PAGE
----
Do you think he wonders why the White House shows the world about gardening, and then municipalities everywhere start simultaneously cracking down on their residents?What does it ultimately take to stop the rolling boulder of unyielding municipal power? As evidenced above and in other cases, a negative spotlight, lots of outraged people, and the threat of losing an election (and salary and pension) speaks volumes. The culmination of which recently bought Landry and Beauchamp till September 1, before the officials decide what to do with them. Activism works! That allows them to harvest their garden, but then what?

strong>Will people forget the original intention to outlaw all such yard gardens?That’s a problem when things get pushed back – the officials hope that people do not stay so riled up, and that the media moves on. And what of the gardening soldiers? Will they be slapped with other arbitrary code violations? Let’s try to revisit these plights to make sure we don’t leave them behind in the big fight for all of our food freedom.

If this garden is deemed illegal, we’re in deep you-know-what. – Roger Doiron

Sign the petition:

http://www.causes.com/causes/11991-plant-healthy-gardens-feed-a-hungry-world/actions/1667714

Facebook group:

https://www.facebook.com/pages/Potager-urbain/404082506296711

Personal website of Josée Landry and partner Michel Beauchamp:

http://www.lepotagerurbain.com/

Roger Doiron’s Kitchen Garden organization with over 24,000 in the online community:

http://kgi.org/

This ultra-sleek video was professionally produced by a friend of the couple:

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7 Responses to "Authorities Seek to Destroy Couple’s Edible Landscape"

  1. Michael  July 25, 2012 at 3:57 am

    If I were them, I would encourage all their neighbours to also create gardens. The council will have a hard time swinging that ‘neighbours have complained’ excuse then.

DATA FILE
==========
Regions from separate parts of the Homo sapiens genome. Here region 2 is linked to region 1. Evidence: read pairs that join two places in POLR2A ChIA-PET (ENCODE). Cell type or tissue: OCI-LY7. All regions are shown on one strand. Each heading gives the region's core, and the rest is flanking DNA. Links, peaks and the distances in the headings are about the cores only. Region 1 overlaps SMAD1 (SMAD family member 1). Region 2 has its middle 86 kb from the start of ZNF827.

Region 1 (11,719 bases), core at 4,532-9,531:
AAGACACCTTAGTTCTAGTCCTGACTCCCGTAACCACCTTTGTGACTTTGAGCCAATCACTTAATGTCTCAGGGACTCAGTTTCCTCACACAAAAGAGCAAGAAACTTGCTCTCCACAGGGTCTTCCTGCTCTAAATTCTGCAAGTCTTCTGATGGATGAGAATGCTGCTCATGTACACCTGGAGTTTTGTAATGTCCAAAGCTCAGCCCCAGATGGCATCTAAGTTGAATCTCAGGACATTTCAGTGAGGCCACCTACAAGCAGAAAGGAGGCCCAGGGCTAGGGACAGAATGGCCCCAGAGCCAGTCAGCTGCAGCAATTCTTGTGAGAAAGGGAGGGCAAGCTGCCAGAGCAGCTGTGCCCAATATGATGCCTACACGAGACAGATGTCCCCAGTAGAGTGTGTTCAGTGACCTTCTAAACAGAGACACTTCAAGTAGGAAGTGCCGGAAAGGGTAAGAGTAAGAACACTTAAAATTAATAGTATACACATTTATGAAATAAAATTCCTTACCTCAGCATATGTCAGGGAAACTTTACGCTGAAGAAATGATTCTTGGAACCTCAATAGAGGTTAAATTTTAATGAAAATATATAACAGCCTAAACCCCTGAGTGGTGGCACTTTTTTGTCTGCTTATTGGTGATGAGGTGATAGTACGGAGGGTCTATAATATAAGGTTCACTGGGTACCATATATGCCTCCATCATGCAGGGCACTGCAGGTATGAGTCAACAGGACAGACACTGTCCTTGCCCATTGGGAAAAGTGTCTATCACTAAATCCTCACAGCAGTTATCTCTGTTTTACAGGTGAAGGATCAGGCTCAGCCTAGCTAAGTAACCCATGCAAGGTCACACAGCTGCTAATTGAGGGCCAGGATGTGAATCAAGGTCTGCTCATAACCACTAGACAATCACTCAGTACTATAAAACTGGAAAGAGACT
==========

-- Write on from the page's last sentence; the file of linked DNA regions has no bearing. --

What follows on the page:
Reply
    • Christopher Thomas (@chrisalexthomas)  July 25, 2012 at 8:26 am

      thats actually a really good idea….nothing like a bit of civil disobedience to remind the politicians who really has the power in this relationship.

  2. Martin  July 25, 2012 at 12:33 pm

    This thought occurred to me. If, hypothetically speaking, everyone were to follow this example and have an urban garden kitchen, would this have repercussions in the food industry? Less demand means food is more expensive and smaller grocers and farms could potentially go out of business, harming our economy and essentially putting honest people out of work?

    I want to be clear that I fully support their fight against the local authority… how their council is conducting them selves is disgusting. However, while an urban garden kitchen may be immediately beneficial for the individual, could that short term, local gain ultimately harm the long term well being of the nation?

    Reply
    • Jess  July 25, 2012 at 6:10 pm

      I can see where your line of thinking is coming from, but I would have to disagree. I think if any profit is lost from food business’ it would be gained by the horticulture businesses. Gardening is a win win. People get out, get exercise and they have more control on what’s going in their bodies.

  3. Zero  July 25, 2012 at 1:21 pm

    Martin, you could say that about anything, ultimately arriving to the conclusion that we should not be allowed to create anything on our own, for the good of the nation. But then you have to ask yourself, is such a nation any good in the first place?

    Reply
    • Martin  July 25, 2012 at 4:13 pm

      I hear what you’re saying. The more I think about it, the more of a none issue it is. So central suppliers and producers will take a hit. On the plus side the surplus generated by people will essentially create a local micro market of fresh goods. On the surface, it seems to me this is a good thing. Local communities will have access to fresh food (omitting the reliance of large food distribution networks and suppliers) and the extra money will go directly to the pocket of those selling/producing the surplus.

      The only down side I see are the larger players in the food industry. Large farms won’t have the demand to sustain their output, thus affecting profits and ultimately jobs through the food sector. That said, in the long term, there’s nothing to stop them from translating their infrastructure to support the efforts of the micro markets.

      So effectively, the “good of the nation” will have been preserved but the power will have shifted closer to the little man ;)

      To bring this back on topic, it seems the local authorities are more concerned with maintaining the status quo at the expense of progress/change.

  4. Pingback: Urban Gardening: Banning Front Yard Gardens